Mattel, of course, has produced plenty of brightly-colored dinosaur toys before, and most likely have not been concerned about scientific realism. The possibility of brightly-colored dinosaurs is intriguing, though. Since many modern-day reptiles and birds can see in color, dinosaurs may have been capable of the same; thus they may have been able to utilize a wider range of colors for camouflage and communication than large mammals are capable of today. One might envision this Carcharodontosaurus stalking the Saharan marshes and woodlands in the hours of twilight – its massive body melting into mere shadows amidst the trees, the last pinpricks of sunlight blending into the mottled patterns across the predator’s back. If only the Jurassic World films proper would be so experimental with their dinosaurs’ coloration! 

Apart from the color scheme, the Dino Escape Carcharodontosaurus is the same design as the first release. The general appearance of the toy matches the design for Carcharodontosaurus depicted in Jurassic World: Evolution: the body is slender and the legs are long*, with mid-sized arms and a roughly triangular head. The head on the toy, however, tapers less sharply than the in-game model; and the skull is much broader in dorsal view than either the game model or the real-life skull material (resulting in what almost looks like another callback to the Builder design). The toy does retain the rugose head ornamentation seen in the game, but the overall appearance of the head feels oddly softened and non-intimidating for a big predator hailing from the Jurassic franchise. Elsewhere on the body proportions are predictably stylized for toyetic appeal; surprisingly, the tail is less severely undersized than a lot of Mattel’s theropods, although an extra inch or two would still be an improvement. Scaly texture is consistent across the toy’s surface, and a single row of irregular quills along the spine give a little extra personality to the sculpt.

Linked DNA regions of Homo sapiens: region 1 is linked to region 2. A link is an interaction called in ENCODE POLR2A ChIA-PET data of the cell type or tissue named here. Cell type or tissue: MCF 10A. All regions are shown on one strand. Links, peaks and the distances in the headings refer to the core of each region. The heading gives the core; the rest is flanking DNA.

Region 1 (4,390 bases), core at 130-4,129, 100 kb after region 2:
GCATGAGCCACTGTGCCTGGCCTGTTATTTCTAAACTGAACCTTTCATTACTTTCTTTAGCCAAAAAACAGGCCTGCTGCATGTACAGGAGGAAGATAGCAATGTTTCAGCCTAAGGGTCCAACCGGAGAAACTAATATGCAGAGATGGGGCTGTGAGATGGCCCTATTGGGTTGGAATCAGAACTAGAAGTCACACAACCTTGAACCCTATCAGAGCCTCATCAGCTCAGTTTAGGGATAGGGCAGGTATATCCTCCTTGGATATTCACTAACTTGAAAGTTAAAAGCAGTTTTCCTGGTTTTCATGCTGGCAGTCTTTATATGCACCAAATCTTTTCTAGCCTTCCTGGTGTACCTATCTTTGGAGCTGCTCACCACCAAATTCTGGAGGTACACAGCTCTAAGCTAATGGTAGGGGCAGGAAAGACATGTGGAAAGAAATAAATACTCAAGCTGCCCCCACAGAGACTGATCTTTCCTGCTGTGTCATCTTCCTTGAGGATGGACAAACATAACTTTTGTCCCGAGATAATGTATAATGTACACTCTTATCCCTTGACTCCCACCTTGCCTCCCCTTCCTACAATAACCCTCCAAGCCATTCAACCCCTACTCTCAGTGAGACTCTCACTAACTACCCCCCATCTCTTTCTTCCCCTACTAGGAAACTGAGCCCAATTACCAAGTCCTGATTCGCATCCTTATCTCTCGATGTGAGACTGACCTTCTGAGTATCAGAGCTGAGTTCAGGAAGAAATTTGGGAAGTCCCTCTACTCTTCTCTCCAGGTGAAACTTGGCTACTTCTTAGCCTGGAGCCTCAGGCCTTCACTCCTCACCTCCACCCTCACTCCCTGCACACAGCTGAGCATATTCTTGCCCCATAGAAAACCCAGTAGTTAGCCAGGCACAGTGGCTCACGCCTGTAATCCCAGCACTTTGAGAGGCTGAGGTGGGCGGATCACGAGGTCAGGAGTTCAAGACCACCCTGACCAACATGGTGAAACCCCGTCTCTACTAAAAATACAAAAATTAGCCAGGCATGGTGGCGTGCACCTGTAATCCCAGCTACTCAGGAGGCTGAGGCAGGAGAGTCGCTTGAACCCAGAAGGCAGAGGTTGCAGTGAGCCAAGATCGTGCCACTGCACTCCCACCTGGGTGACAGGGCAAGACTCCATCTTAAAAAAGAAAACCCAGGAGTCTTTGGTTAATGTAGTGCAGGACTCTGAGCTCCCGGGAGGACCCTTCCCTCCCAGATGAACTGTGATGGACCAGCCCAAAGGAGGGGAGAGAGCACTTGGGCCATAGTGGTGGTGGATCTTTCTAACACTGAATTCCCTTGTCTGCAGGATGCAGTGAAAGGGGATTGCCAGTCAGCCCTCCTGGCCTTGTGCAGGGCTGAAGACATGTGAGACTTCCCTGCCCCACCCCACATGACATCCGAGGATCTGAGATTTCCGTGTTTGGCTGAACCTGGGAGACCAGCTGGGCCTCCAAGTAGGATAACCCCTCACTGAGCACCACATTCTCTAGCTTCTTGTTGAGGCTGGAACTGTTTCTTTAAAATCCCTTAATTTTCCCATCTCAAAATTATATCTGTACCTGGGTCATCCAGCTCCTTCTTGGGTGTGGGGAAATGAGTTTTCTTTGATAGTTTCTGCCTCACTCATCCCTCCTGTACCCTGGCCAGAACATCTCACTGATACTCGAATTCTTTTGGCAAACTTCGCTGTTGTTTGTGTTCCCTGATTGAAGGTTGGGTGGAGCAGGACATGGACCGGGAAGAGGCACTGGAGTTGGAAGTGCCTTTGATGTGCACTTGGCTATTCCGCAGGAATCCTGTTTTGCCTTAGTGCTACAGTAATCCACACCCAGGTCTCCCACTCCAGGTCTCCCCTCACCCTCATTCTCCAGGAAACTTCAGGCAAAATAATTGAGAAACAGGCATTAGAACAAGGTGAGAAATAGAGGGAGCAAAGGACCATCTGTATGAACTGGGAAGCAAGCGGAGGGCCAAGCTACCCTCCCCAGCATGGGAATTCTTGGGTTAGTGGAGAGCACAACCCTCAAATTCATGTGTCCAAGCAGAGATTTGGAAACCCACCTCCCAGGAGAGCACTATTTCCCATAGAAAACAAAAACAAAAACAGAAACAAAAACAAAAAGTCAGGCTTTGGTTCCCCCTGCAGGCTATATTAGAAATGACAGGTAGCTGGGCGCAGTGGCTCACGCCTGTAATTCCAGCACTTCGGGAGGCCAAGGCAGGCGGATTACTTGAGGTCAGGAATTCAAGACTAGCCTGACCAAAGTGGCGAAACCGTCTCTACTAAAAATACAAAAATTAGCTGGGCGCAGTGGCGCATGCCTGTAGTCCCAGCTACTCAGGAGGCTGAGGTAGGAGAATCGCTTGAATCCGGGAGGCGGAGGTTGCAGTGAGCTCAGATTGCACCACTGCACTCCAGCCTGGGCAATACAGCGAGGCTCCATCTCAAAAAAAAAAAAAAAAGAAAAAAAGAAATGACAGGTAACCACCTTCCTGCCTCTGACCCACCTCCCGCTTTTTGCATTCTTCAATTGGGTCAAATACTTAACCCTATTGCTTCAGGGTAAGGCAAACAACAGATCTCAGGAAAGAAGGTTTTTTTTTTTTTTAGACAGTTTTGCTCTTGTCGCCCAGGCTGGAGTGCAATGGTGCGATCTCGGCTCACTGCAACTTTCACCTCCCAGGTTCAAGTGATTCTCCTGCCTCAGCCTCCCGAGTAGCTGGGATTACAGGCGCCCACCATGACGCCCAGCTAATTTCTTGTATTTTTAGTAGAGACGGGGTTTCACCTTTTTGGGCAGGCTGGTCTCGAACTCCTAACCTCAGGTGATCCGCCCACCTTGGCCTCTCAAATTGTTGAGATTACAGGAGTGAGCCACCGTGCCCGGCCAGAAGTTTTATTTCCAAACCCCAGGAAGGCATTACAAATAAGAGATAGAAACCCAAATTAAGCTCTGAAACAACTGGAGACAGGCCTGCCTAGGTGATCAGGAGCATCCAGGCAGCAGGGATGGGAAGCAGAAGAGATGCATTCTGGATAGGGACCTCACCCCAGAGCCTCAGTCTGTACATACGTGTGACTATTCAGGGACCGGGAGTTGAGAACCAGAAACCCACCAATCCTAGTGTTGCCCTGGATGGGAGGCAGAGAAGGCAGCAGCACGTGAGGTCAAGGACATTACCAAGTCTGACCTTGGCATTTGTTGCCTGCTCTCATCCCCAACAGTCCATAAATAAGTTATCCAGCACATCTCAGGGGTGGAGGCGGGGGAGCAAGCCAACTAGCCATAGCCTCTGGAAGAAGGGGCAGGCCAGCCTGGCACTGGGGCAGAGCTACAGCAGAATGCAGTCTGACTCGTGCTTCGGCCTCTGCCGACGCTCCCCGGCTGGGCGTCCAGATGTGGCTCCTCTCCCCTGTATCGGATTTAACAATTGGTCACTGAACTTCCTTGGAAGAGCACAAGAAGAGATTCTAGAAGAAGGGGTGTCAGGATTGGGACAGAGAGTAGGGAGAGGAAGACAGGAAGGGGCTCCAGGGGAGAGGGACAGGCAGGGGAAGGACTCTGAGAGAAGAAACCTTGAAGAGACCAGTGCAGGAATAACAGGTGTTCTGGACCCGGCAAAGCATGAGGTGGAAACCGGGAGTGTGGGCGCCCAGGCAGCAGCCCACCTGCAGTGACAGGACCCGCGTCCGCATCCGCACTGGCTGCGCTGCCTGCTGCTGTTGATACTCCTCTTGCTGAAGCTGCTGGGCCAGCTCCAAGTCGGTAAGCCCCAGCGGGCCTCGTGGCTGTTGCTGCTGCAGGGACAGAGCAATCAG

*Oddly, the right leg’s shin appears longer than the left, which is hard to un-see once noticed.

Although Carcharodontosaurus isn’t currently wanting for figures in the market – and, frankly, Mattel’s attempt at this genus is fairly weak, especially when compared to the splendid renditions by PNSO and GR Toys also released in the last year – the Dino Escape action figure is one of the more child-friendly options of this theropod to offer, and will compliment collectors’ Jurassic World displays nicely. This blue-and-orange reissue is my favorite of the two versions released, but they also display nicely together in case one has trouble choosing. You can find the figure fairly easily in stores or online through the Target store chain; Amazon and other web stores may likely carry it as well.

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Comments 4

  • Pretty sure the colour scheme is a tribute to the Dino Showdown Allosaurus Assault (Jurassic Park 2009).

  • Much better colour scheme the second time around.

  • Setting accuracy aside, this looks like a really awesome action figure! I would have absolutely loved playing with this when I was little. Definitely one of the cooler JW sculpts. The color scheme reminds me a liiittle bit of the much loved JP Dino Showdown Allosaurus :’) I might be tempted to pick one up for fun if I see it in store! Great review!

  • This is definitely the superior color scheme of the two. All well. I do like that the original matches the game, that’s its saving grace.